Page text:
Gender Selection Techniques: Choosing the Gender of Your Baby Methods to Influence Whether You Have a Boy Or Girl
Part 2: The Shettles Method: Timing Intercourse & Position
Part 3: Shettles Method: Fertility Charting and Gender Selection
Part 1... While many couples leave the determination of baby gender to fate or to the natural happenstance of biology, other couples desperately seek ways to influence or select the gender of a future child. This is particularly true for Western couples who already have a boy or a girl (or a gaggle of one gender) and wish to "balance" things by having a baby of the opposite sex. Other couples may simply wish to have a modicum of control in determining if their (next) child will be a boy or a girl.
How gender is "decided" biologically is based on the combination of two sex chromosomes that are inherited from the mother and the father. A woman's egg contains an X chromosome and a man's sperms contributes a determining Y or X chromosome. Whether is the child will be a boy or a girl depends on if the sperm from the male contains an X (girl) or a Y (boy). Much gender selection speculation focuses on the different characteristics of "male/Y" or "female/X" sperm, like how fast each type of sperm swims, or how long each sperm type can survive in the womb, or which type of sperm can withstand different pH-levels (acidity) in the vagina.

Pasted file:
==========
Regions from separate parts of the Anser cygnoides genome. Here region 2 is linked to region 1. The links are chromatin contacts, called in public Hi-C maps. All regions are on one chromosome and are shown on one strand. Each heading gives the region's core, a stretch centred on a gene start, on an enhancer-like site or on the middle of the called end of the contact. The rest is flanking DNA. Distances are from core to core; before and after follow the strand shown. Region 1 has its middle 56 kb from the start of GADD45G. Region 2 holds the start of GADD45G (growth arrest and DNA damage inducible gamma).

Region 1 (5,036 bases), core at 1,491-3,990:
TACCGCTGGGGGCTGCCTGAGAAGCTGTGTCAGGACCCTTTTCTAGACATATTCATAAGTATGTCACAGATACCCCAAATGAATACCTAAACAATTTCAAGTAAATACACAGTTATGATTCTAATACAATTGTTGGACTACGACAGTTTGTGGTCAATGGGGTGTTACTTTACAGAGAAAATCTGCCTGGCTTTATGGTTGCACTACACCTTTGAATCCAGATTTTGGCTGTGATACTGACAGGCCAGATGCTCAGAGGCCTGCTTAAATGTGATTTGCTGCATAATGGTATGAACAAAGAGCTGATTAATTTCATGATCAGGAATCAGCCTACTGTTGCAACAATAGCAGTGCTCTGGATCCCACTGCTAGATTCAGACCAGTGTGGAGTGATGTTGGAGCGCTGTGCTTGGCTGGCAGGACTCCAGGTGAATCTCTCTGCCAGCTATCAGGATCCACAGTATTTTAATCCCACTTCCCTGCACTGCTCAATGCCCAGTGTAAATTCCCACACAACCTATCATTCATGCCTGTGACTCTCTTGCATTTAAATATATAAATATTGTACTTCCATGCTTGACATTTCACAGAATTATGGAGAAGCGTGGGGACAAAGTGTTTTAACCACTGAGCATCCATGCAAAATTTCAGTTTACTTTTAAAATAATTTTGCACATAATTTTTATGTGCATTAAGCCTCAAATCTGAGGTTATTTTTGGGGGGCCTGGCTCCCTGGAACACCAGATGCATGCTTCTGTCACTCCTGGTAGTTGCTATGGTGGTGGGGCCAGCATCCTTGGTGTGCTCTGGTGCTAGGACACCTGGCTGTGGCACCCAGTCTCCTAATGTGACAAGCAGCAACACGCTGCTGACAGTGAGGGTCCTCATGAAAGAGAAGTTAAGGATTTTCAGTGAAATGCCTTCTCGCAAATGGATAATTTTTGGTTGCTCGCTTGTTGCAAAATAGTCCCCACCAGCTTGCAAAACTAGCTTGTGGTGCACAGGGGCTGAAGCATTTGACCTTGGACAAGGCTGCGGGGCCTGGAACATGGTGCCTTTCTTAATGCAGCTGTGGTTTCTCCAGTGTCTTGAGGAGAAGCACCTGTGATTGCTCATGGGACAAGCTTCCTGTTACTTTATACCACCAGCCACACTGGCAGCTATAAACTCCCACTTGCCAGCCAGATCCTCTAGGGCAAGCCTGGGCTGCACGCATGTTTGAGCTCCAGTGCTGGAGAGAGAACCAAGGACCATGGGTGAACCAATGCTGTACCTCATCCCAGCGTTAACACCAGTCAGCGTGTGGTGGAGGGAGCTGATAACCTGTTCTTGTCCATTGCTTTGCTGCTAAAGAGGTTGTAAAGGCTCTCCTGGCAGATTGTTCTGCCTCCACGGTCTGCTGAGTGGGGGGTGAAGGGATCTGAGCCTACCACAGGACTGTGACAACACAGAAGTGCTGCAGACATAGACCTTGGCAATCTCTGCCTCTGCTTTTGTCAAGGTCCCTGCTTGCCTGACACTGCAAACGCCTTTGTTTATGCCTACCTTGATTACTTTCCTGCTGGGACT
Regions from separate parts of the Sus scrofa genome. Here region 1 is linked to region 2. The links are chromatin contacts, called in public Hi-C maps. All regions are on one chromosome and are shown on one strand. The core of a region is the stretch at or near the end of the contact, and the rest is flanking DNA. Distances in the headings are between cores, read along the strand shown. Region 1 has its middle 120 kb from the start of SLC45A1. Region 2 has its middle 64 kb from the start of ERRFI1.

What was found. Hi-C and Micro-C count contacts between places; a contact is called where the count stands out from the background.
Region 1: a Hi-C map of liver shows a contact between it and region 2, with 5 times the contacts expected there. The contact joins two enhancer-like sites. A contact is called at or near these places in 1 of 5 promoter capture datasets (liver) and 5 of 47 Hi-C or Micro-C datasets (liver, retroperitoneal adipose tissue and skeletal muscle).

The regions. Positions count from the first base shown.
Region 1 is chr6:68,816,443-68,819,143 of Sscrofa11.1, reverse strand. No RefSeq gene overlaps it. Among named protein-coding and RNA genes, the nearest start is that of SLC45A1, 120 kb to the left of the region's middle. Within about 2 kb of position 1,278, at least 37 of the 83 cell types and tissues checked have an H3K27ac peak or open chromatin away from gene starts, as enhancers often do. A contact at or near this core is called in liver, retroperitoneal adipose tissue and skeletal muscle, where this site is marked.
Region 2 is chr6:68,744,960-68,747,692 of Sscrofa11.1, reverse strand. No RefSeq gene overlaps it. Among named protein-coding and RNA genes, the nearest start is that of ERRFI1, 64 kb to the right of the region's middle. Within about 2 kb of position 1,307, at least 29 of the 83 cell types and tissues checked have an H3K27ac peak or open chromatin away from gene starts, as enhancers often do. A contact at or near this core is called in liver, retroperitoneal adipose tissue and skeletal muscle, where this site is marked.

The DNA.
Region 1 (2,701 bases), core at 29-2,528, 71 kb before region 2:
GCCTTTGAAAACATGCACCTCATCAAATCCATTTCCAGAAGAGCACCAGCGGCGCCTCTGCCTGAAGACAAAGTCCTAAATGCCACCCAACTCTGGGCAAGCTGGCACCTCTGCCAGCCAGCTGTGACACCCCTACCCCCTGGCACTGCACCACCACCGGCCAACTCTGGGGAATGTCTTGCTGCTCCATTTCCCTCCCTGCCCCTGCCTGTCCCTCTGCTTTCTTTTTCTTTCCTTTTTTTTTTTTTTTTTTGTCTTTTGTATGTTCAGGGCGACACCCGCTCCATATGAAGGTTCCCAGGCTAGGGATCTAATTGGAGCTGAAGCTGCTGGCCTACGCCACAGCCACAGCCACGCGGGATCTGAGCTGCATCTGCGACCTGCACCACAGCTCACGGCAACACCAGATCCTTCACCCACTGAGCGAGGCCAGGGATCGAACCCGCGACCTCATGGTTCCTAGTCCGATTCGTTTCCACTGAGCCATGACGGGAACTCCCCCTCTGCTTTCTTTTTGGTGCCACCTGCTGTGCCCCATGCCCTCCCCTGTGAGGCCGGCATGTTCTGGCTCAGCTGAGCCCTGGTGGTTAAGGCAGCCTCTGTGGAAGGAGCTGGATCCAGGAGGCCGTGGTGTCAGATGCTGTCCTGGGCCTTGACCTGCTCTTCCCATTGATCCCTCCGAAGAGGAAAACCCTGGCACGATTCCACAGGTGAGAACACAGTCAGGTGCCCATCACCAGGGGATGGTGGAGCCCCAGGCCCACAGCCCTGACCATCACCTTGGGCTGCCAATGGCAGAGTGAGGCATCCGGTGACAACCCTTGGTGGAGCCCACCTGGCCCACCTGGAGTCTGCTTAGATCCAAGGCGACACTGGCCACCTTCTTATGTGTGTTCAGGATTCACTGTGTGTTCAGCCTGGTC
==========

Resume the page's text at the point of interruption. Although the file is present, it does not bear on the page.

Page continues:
Methods for determining gender are age old and range from astrological considerations to specialized dietary intake to the vagaries of sexual position to the specific age of the partners who are trying to conceive. For example, the Chinese Gender Calendar is an astrologically-based gender selection chart that cross-references the age of the mother with the month of conception. The gender calendar was discovered in a dynastic royal tomb nearly 1,000 years ago and purports to provide an accurate means to influence gender outcome. That said, there is not a shred of scientific evidence to support the efficacy of the Chinese Gender Calendar or other horoscopic-astrological methods of gender prediction, though at the very least any gender selection technique, no matter how ludicrous or unfounded, can be assumed to have a 50% accuracy rate... To read about gender prediction myths, click here.
Sexual position is another common source of gender selection theorizing. However, by itself sexual position cannot influence gender: "Gender sexual position" is typically associated with other calendrical methods oriented around timing intercourse on certain days (in relation to when you ovulate). The date of ovulation must be known (or be predictable) for these methods, so fertility charting or developing an ovulation calendar is required. It also helps to have a regular cycle. Depth of penetration during sex is also a factor and coefficient of sexual position. We'll look into these methods when we discuss the Shettles method and how they relate to the characteristics of X (female) and Y (male) chromosome sperm types.
Some claim that diet is a variable in influencing the gender of your baby. A common (and very likely mythological) gender choice method is based on a simple bifurcation between sweet and salty foods. According to this theory, a preconception diet heavy in salty foods will increase the odds of having a boy. A preconception diet dominated by sweet foods is purported to yield girl children. Either way you look at it, this method would appear to pose somewhat of a health risk. Better to heed the words of your doctor and integrate a healthy, balanced diet into your preconception lifestyle!